How To Deal With Toxic Family Members During The Holidays

With the holidays coming up, there is a lot of excitement around gathering with friends and family to celebrate

Toxic family holidays

Photo: Pexels/Budgeron Bach

With the holidays coming up, there is a lot of excitement around gathering with friends and family to celebrate. In fact, we are due for celebration, especially after surviving 2020. A lot of us are eager to gather and celebrate safely again. But, for many of us, realizations of unhealthy family dynamics may have surfaced. While the holidays are made to spend with the people we love, we need to identify the love we need first. 

The Latinx family dynamic can be complex. Culturally and traditionally, we have been raised with the importance of respecting our elders and putting family first. The issue is that this can mean both our abuelos and our older siblings, who may not be much older than us. We are also taught to honor family, good manners, and celebrate traditions. The problem with this is that with so much emphasis on the expectations of how a person is supposed to behave, a person’s ability to argue, express, and stand up for themselves may be shut down by these exact family dynamics. 

For this holiday season, here are some steps to follow to help you maintain your peace and your grace while maneuvering through some toxicity. 


Communicate Your Boundaries

From a young age, we are taught to respect our elders, including our older brothers or sisters. This expectation prevents us from speaking our minds, which can ultimately confuse our self-esteem, self-awareness, and even our sense of boundaries. Despite how you were raised, the people who love you should not consider your boundaries a personal attack and if they do, that’s a red flag. However, to respectfully communicate your limits, you need to clearly understand why you need them. Before gathering with your family members, do a quick checklist of what aspects you don’t want to share (dating life, personal decisions). Then, assess who you feel comfortable sharing with. Some people we feel safe with, others we don’t. To communicate healthy boundaries, make sure you state how the person crossing the boundary makes you feel. Remember to be open and compassionate. Lastly, be prepared for some pushback, but remain graceful. Phrases you can use to re-establish your boundaries in these settings are:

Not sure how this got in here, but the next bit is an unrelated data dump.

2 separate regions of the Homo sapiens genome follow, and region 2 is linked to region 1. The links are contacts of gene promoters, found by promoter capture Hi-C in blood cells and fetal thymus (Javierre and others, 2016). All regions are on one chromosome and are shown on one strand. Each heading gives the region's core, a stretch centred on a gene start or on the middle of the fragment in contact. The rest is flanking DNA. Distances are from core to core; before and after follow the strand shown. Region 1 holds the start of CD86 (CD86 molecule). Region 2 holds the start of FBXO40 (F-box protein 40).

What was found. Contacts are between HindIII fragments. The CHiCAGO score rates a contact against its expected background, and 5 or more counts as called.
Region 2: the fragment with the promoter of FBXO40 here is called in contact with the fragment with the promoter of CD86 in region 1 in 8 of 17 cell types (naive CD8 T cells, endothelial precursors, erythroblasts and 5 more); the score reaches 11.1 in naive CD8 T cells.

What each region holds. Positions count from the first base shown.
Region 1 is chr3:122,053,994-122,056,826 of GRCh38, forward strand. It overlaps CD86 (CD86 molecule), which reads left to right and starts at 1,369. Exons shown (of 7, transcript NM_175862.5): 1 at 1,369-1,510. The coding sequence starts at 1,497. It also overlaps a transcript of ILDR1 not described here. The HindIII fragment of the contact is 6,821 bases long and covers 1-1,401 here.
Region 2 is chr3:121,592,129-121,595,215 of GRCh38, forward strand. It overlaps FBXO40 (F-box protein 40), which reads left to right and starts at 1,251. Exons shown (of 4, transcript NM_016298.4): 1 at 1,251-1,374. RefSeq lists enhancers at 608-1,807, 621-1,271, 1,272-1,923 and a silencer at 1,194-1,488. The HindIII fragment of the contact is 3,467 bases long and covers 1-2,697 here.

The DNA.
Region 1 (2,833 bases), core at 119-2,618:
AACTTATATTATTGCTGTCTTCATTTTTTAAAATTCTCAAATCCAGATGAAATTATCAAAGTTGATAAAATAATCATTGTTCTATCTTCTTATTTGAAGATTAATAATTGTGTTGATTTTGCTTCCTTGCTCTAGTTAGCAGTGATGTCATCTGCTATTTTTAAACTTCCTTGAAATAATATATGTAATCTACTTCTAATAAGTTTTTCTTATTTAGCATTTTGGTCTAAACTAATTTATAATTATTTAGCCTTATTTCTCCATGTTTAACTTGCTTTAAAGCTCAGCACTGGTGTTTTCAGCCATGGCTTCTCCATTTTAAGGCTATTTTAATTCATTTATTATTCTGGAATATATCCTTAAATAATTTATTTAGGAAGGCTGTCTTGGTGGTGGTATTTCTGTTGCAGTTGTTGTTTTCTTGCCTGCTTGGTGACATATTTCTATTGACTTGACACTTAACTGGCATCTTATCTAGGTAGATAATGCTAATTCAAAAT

• “I don’t feel comfortable talking about that but thank you for asking”
  • “I feel a bit invalidated. I want to make sure I am being heard correctly”
  • “I respect your beliefs and opinions. However, I don’t feel my beliefs and opinions are respected when you try to convince me to feel the same way”
  • “I am practicing respect for my personal space. I am happy to see you, but I rather not hug.” 

When expressing yourself, remember that boundaries are not placed to hurt others. Boundaries are a form of self-respect and empowerment. Even if the other person doesn’t react appropriately, you honor yourself by setting and expressing boundaries. 


Preserve Your Energy

Some things do not require your time or your energy. In fact, when you entertain interactions that require you to operate from your lower self, it empowers your ego. Your ego is the frontline of defense. It is designed to attack. In our psyche, the ego protects us from feeling pain and disappointment. It does that by, essentially, taking everything personally to keep our line of defense up. Ego behavior doesn’t allow us to operate from love, openness, and compassion. Some environments, people, and discussions will not be fulfilling to you, and in fact, may leave you drained. This happens because sometimes, others are not in the same healing space you may currently be in. That’s OK. It’s essential to understand each person evolves at their own pace. Before going into any environment that may be triggering, you must realize that some people will not respect your needs while you are healing because they haven’t started their own healing journey. 

In these moments, you must maintain your emotional distance by stepping away from interacting with people and situations that cannot fill your soul; otherwise, you risk regressing to older, unhealthier behaviors that you are trying to move away from.

Preserving your energy allows you to protect your energy. When you don’t participate in conversations or environments that make you behave from your lower self, you are honoring the person you are becoming.  


Speaking Up Is Not Being Rude